Each year the Cinequest Film Festival is held in San Jose, CA and four years ago I went to (and wrote about) the Cinequest Day of the Writer event and for this year's iteration, Writers Celebration, there was some tremendously interesting takeaways from the three different parts.
Part one - screenwriting wisdom
In the first session, talent manager Diane McGee and writer James Dalessandro spoke and answered audience questions about successful screenwriting. While both speakers excellent, Dalessandro probably spoke more and passed along a number of his thoughts and experiences as a successful writer and teacher of screenwriting. Some of his past work includes 1906: A Novel that he optioned for a large amount of money to be made into a film and the 2010 Playboy Magazine story "Petrosino v. The Black Hand", now slated to be a 10-hour TV mini-series about Joseph Petrosino, the turn of the 20th Century New York City Police Detective.
Some of the main takeaways from Dalessandro and McGee were as follows...
Structure in writing - Repeatedly spoken of was the importance of outlining a screenplay... with the idea that both plot and subplot should be done in the outline prior to actually writing the screenplay. Not in opposition, though, was also that someone should be willing to write out of sequence if stuck. Basically to write a section that is clear as a writer and then go back later, the phrase used for this was "letting the puddles run together."
Formula in writing - Formula as a concept was referring to as repeating dumb ideas, but it also noted that formula can be a jumping off point with taking what people have done and then putting a twist on it. It was said that there's little out there that's completely original, but can certainly be things presented in a new way that will get attention.
Writing for television - It was mentioned that if something can't get made as a movie, a TV show is a great alternative as film can be considered a directors medium and TV one for writers, and there's simply more opportunities in TV than film.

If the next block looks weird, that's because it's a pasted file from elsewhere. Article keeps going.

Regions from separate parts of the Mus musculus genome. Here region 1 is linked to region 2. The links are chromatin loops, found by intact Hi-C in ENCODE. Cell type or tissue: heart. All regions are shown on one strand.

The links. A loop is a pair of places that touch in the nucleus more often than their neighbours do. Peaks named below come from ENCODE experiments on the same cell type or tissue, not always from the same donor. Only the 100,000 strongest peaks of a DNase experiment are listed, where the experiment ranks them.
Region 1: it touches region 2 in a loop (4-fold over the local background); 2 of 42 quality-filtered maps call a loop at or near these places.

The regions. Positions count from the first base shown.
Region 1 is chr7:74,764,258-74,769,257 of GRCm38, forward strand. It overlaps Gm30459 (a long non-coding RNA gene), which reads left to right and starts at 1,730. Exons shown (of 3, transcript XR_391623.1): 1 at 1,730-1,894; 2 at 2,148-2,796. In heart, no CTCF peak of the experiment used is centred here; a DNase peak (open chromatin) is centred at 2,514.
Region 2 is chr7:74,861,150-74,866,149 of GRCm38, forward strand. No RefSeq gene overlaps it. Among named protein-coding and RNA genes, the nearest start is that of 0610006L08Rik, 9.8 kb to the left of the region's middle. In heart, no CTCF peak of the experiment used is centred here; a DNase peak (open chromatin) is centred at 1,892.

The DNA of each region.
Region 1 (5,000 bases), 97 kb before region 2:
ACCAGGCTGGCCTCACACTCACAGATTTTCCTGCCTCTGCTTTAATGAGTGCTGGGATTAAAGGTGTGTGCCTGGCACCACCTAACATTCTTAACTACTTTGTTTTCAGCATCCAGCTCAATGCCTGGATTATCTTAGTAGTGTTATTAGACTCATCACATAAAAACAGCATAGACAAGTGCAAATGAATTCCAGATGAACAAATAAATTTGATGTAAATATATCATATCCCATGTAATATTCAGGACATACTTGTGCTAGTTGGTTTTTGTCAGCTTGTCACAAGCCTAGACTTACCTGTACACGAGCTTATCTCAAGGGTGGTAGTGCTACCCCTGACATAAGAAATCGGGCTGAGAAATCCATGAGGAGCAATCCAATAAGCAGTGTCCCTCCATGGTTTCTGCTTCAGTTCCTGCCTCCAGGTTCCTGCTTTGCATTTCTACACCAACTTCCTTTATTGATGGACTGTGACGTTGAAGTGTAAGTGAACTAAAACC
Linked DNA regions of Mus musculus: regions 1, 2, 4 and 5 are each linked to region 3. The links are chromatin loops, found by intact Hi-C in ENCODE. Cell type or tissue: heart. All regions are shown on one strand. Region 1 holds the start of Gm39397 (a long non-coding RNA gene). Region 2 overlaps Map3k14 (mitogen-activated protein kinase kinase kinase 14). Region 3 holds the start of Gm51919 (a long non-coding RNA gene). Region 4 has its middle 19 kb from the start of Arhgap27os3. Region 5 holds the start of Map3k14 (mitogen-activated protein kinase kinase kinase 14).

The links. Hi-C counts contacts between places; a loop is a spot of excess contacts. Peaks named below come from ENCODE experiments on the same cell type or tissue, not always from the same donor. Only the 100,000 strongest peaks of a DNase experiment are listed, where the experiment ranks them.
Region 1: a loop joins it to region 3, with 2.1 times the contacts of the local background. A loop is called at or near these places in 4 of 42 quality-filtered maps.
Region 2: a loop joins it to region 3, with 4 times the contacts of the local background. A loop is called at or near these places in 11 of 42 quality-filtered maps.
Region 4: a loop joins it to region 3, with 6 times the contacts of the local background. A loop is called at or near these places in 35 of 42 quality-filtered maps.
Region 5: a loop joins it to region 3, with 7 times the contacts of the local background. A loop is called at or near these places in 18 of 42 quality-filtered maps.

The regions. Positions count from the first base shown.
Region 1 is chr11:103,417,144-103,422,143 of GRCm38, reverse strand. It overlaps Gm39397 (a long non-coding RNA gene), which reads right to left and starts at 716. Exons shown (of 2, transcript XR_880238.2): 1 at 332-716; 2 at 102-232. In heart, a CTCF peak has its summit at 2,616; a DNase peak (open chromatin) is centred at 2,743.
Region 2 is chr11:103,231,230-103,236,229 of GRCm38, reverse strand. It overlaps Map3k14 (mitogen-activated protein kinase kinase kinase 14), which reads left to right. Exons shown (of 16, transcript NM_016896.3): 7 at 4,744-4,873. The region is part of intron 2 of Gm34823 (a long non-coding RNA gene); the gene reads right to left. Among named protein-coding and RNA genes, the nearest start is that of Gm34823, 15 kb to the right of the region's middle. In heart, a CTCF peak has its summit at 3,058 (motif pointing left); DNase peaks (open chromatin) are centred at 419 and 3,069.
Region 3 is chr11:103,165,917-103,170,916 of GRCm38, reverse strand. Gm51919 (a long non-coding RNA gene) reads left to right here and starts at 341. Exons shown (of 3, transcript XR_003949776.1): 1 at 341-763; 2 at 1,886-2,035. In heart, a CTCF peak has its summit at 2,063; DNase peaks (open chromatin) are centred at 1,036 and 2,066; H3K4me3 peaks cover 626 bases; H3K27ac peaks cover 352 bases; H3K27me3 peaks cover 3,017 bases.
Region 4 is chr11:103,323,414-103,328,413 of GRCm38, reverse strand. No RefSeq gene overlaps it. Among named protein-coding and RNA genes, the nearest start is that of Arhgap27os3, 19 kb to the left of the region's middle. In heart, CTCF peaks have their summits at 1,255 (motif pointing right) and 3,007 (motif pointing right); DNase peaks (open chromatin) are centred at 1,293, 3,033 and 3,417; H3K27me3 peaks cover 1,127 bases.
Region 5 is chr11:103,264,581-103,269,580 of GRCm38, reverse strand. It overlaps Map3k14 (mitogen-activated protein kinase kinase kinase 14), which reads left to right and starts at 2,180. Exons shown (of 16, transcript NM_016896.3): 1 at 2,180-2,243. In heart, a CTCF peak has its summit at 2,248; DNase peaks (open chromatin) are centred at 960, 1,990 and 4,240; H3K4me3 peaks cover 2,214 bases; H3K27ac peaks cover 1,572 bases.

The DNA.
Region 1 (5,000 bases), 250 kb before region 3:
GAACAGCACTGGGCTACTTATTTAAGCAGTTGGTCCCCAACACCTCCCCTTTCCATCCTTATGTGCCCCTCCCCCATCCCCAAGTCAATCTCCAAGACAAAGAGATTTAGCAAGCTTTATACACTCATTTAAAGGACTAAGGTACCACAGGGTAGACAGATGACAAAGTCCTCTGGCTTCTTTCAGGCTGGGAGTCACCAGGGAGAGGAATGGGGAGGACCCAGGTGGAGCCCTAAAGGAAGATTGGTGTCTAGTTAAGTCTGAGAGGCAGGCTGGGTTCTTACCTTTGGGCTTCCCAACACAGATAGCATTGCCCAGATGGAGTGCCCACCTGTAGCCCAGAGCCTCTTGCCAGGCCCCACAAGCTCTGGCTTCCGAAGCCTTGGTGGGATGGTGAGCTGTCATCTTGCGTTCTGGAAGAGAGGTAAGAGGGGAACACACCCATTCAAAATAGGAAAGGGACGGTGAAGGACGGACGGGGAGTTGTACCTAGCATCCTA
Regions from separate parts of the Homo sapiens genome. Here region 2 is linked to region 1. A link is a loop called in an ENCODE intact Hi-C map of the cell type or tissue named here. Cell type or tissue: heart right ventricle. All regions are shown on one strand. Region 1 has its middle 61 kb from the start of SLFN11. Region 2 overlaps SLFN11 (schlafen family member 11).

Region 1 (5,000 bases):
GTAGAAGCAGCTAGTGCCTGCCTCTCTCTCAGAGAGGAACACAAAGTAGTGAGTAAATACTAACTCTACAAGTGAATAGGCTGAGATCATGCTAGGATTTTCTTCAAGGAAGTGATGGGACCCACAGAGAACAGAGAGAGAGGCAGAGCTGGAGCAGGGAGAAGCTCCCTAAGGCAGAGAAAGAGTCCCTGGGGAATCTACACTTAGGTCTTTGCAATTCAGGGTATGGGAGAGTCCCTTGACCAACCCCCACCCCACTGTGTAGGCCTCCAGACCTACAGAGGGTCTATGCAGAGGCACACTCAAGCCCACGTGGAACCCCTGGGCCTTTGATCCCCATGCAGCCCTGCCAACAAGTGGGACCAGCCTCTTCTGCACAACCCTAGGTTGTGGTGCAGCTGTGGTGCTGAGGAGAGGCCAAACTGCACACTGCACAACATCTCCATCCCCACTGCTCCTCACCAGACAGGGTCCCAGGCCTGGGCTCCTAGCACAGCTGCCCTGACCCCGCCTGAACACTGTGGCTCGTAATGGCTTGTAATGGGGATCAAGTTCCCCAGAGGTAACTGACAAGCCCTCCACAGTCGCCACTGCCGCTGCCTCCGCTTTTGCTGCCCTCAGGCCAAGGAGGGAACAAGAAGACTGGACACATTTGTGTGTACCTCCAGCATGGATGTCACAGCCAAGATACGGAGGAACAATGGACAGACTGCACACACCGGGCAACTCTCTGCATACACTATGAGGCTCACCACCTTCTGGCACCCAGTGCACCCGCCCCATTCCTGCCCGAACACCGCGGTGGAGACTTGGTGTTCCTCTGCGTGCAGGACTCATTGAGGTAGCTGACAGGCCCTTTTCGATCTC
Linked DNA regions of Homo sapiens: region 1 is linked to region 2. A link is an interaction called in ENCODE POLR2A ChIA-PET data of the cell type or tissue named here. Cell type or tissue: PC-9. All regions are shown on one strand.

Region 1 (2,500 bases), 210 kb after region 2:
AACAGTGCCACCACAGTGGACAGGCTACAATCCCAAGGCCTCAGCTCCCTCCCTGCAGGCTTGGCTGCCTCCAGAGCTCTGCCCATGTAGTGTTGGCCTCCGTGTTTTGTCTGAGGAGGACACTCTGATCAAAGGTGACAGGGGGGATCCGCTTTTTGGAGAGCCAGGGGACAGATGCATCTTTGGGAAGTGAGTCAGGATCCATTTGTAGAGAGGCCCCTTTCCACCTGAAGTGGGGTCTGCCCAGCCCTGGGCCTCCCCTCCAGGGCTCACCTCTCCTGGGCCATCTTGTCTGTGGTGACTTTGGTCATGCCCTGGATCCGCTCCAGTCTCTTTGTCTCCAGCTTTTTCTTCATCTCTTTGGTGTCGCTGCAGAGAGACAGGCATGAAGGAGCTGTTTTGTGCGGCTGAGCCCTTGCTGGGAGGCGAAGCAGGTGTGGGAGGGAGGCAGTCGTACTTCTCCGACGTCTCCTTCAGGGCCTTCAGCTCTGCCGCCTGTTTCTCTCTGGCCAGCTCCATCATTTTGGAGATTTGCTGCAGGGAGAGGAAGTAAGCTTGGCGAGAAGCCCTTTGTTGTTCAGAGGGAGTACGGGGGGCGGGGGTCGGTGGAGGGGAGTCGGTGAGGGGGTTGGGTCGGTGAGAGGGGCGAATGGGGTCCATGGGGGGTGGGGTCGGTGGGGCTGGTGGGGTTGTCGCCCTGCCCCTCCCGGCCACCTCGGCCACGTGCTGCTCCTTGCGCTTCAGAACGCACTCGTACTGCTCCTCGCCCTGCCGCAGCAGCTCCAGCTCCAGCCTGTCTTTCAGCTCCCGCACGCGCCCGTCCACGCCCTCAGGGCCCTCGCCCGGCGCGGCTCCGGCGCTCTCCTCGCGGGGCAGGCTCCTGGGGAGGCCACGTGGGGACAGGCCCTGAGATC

Writing detail - Dalessandro noted that a writer shouldn't write details if they don't know any of them to be correct and he does a lot of research as many of his ideas are based in reality. Included along with this was his quote that "a writer is a storehouse of useless information."
Importance of character in writing - It was said repeatedly that while a plot idea or concept may be the first thing a writer has, a story need to have an interesting main character... otherwise, who cares? Part of the concept was that a character has to have two problems, one internal and one external. On a progression, the steps for a writer could be viewed as (a) premise, (b) character, (c) rising conflict and (d) resolution.
Approach towards success at screenwriting - Dalessandro said both that first novel was rejected by seven agents and thirty-seven publishers and 1906 abandoned as a movie project by a prominent director and may not ever get made. Regardless, though, you just keep working at it. One point made was that screenplays a foreign language compared to books and articles so if someone wants to be a screenwriter, they should read a lot of scripts (with Fargo mentioned as a great one). It was also mentioned that scripts are now 95-100 pages only and screenwriting competitions a great place to take a first script. Additionally, two sites for aspiring screenwriters noted were The Black List and The Tracking Board.
Part two - selling a screenplay panel
Between the three sessions there was a lot of great ideas put forth, with of course the most profound one being to put in the work and see where it takes you.